Easy Ways to Talk About Emotions in Your Early Years Classroom
I’m writing this blog in partnership with Nexus Education.com who share ideas, best practice and CPD that provide teachers a platform, full of videos, blogs and events, enabling a community eager to help and inform each other to shape UK education for the better.
Nexus Education had their second event recently solely focused on Early Years with Anna Lucas here on LinkedIn
Nexus Education believe, as I do, that there has never been a more important time to teach children about their emotions.
Early years classrooms are the perfect place to start learning about them. If children can explain how they are feeling and understand the emotions of others, they will have the best start to their school experience.
Let’s look at practical ways you can build this into your early years curriculum.
Why Talk About Emotions?
If you make talking about emotions a priority in your classroom, our youngest children learn early on how to self-regulate and express themselves.
Child mental health expert, Shahana Knight, suggests five great reasons why children need to learn to talk about emotions:
- Understanding the reason behind the emotion
- To help them feel more in control
- Negative emotions can lead to negative thoughts
- It means they can ask for help
- It helps them to be a better friend
Every teacher has experienced a frustrated child who can’t explain how they feel. They show angry, physical behaviour towards adults and other children without understanding why. You can help your children understand the emotions behind their behaviour.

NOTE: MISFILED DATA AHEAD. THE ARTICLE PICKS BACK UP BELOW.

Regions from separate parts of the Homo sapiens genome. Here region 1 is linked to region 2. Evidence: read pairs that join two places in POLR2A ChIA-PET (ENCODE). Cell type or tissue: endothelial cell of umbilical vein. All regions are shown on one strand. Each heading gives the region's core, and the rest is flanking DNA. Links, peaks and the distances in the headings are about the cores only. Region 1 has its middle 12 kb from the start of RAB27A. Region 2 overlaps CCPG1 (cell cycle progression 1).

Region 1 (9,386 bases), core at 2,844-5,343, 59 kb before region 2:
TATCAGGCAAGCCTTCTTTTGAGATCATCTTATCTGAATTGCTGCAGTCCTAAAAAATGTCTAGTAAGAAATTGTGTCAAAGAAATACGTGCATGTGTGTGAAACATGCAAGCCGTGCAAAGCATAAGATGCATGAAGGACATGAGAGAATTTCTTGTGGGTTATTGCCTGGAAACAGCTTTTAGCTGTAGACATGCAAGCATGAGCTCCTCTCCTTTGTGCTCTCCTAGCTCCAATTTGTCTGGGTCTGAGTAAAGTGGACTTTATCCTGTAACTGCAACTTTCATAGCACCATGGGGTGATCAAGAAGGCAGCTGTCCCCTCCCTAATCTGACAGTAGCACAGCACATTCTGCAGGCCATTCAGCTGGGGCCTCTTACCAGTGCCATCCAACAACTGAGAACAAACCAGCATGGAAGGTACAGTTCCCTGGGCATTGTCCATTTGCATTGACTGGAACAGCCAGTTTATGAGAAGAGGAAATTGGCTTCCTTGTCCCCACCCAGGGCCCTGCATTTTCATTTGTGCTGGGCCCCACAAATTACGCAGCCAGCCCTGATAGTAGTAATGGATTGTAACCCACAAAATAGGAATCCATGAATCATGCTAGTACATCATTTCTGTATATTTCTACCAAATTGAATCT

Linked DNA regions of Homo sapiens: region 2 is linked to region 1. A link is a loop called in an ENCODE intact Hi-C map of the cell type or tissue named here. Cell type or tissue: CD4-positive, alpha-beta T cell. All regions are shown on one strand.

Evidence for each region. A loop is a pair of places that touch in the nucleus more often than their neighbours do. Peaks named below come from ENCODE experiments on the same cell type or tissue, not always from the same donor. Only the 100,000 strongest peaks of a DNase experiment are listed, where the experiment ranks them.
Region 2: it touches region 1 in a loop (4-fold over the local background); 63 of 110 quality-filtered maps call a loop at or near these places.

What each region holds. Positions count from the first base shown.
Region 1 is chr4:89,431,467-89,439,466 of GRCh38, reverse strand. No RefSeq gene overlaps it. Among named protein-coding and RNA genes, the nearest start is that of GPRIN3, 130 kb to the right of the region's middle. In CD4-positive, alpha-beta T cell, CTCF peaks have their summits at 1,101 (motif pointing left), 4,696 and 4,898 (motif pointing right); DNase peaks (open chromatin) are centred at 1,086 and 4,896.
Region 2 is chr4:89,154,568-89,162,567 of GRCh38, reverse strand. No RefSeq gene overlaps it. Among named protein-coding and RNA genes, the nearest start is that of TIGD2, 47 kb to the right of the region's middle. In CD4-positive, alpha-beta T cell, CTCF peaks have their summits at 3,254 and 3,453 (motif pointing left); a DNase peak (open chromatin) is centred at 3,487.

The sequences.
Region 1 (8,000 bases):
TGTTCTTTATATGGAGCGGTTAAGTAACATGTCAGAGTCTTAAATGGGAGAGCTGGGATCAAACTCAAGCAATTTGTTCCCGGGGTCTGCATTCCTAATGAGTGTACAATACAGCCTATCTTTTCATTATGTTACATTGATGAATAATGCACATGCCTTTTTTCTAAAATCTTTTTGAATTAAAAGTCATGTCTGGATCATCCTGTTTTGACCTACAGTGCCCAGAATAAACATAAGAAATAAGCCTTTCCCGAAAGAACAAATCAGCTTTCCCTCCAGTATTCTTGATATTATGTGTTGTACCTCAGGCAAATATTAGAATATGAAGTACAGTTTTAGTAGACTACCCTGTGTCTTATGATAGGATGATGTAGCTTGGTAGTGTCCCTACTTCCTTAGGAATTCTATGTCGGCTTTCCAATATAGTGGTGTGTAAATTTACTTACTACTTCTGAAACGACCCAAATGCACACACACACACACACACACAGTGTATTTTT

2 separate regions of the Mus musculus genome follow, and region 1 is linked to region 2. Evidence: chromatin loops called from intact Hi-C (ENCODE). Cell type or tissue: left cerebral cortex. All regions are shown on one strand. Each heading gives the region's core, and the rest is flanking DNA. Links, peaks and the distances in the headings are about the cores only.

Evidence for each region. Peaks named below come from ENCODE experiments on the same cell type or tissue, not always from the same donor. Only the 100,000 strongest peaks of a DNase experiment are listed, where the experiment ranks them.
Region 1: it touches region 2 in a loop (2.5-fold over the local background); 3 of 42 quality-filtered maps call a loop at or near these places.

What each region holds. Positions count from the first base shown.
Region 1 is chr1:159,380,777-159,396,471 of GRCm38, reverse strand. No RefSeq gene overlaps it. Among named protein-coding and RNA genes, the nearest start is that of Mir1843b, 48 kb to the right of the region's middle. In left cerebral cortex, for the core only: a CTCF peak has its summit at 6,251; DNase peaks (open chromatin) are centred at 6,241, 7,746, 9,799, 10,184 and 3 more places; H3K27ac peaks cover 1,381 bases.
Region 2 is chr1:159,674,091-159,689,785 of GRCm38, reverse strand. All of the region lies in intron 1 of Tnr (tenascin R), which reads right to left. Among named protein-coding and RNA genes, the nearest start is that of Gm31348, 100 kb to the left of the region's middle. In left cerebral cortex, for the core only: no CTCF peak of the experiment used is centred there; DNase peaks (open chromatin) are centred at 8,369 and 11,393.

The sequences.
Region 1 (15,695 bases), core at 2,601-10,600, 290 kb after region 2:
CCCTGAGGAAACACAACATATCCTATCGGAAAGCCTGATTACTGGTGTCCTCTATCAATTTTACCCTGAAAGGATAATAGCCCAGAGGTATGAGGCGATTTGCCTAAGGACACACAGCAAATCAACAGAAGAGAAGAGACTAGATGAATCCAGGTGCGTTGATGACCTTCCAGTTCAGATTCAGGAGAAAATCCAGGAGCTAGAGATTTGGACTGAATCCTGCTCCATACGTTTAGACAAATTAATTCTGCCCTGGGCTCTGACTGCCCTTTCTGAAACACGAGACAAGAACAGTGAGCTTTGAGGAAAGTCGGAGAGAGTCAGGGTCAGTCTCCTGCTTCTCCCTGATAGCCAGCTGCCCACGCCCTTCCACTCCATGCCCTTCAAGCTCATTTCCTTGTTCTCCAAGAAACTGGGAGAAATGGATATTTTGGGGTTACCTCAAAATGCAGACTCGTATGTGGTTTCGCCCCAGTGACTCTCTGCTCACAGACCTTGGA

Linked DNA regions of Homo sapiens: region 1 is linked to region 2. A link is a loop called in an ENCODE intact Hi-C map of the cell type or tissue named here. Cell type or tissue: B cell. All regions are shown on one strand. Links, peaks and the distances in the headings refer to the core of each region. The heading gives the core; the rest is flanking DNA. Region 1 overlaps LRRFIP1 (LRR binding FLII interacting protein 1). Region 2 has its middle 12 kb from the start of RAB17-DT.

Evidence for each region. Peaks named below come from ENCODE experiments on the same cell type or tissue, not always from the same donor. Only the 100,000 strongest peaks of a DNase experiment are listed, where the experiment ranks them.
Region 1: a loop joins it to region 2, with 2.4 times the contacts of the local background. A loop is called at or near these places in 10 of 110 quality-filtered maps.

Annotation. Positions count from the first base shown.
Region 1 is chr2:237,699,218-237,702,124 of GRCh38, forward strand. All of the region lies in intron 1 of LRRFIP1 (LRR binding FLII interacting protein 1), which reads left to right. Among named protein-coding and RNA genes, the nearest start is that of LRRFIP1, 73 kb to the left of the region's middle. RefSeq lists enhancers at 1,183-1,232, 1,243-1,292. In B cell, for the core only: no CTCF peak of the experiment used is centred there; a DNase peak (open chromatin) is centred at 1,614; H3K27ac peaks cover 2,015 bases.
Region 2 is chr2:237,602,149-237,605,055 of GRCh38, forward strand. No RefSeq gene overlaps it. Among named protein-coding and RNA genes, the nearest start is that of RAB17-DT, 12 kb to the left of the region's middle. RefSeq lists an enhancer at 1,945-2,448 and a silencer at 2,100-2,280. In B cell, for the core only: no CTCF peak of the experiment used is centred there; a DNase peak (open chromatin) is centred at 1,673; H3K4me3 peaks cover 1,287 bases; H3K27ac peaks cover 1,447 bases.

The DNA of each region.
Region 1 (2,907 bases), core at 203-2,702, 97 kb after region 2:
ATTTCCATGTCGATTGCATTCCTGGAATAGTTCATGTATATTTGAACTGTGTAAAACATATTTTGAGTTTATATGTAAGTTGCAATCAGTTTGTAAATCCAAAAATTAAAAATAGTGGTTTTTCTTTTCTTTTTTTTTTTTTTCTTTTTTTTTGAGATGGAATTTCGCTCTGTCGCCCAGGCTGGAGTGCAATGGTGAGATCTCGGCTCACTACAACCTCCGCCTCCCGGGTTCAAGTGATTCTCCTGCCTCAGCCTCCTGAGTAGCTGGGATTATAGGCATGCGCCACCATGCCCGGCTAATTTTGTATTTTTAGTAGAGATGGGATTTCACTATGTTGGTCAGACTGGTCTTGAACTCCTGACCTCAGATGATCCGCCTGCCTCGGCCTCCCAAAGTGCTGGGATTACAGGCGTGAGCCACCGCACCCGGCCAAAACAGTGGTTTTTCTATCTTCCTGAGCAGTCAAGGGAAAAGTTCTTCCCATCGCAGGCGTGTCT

What Emotions Should Children Know?
I was shocked to find out there are 27 human emotions! No wonder young children can struggle with them. In school, stick to the common feelings children are likely to experience.
I made My Mood Stars to cover all of these big feelings children experience.
Children learn to identify two major emotions, ‘happy’ and ‘sad’ at an early age. It is important they move on from putting everything into these two groups. For example, understanding that someone might feel scared, rather than sad, will help them learn how to respond appropriately.
It’s very human to try to minimise or ignore negative feelings, after all, we want our children to feel happy. But the only way to get children understanding is to talk openly about all of them. Dismissing unhappy feelings doesn’t make them go away.
Some children will come to school already able to express themselves. Others will need your help. Boys in particular may have experienced the old-fashioned idea that showing emotions is a bad thing. It’s crucial to show them it’s healthy to talk about feelings.
Emotional Development by Age
Early Years Outcomes provides helpful guidance about what you should expect at different ages.
16 to 26 months
Is aware of others’ feelings, for example, looks concerned if hears crying or looks excited if hears a familiar happy voice.
This is the perfect time to start naming emotions for young children. Draw their attention to body language clues.
22 to 36 months
Can express their own feelings such as sad, happy, cross, scared, worried. Responds to the feelings and wishes of others. Aware that some actions can hurt or harm others. Tries to help or give comfort when others are distressed.
Children can play games to learn the names of common emotions. They are becoming more aware of the feelings of children around them.
30 to 50 months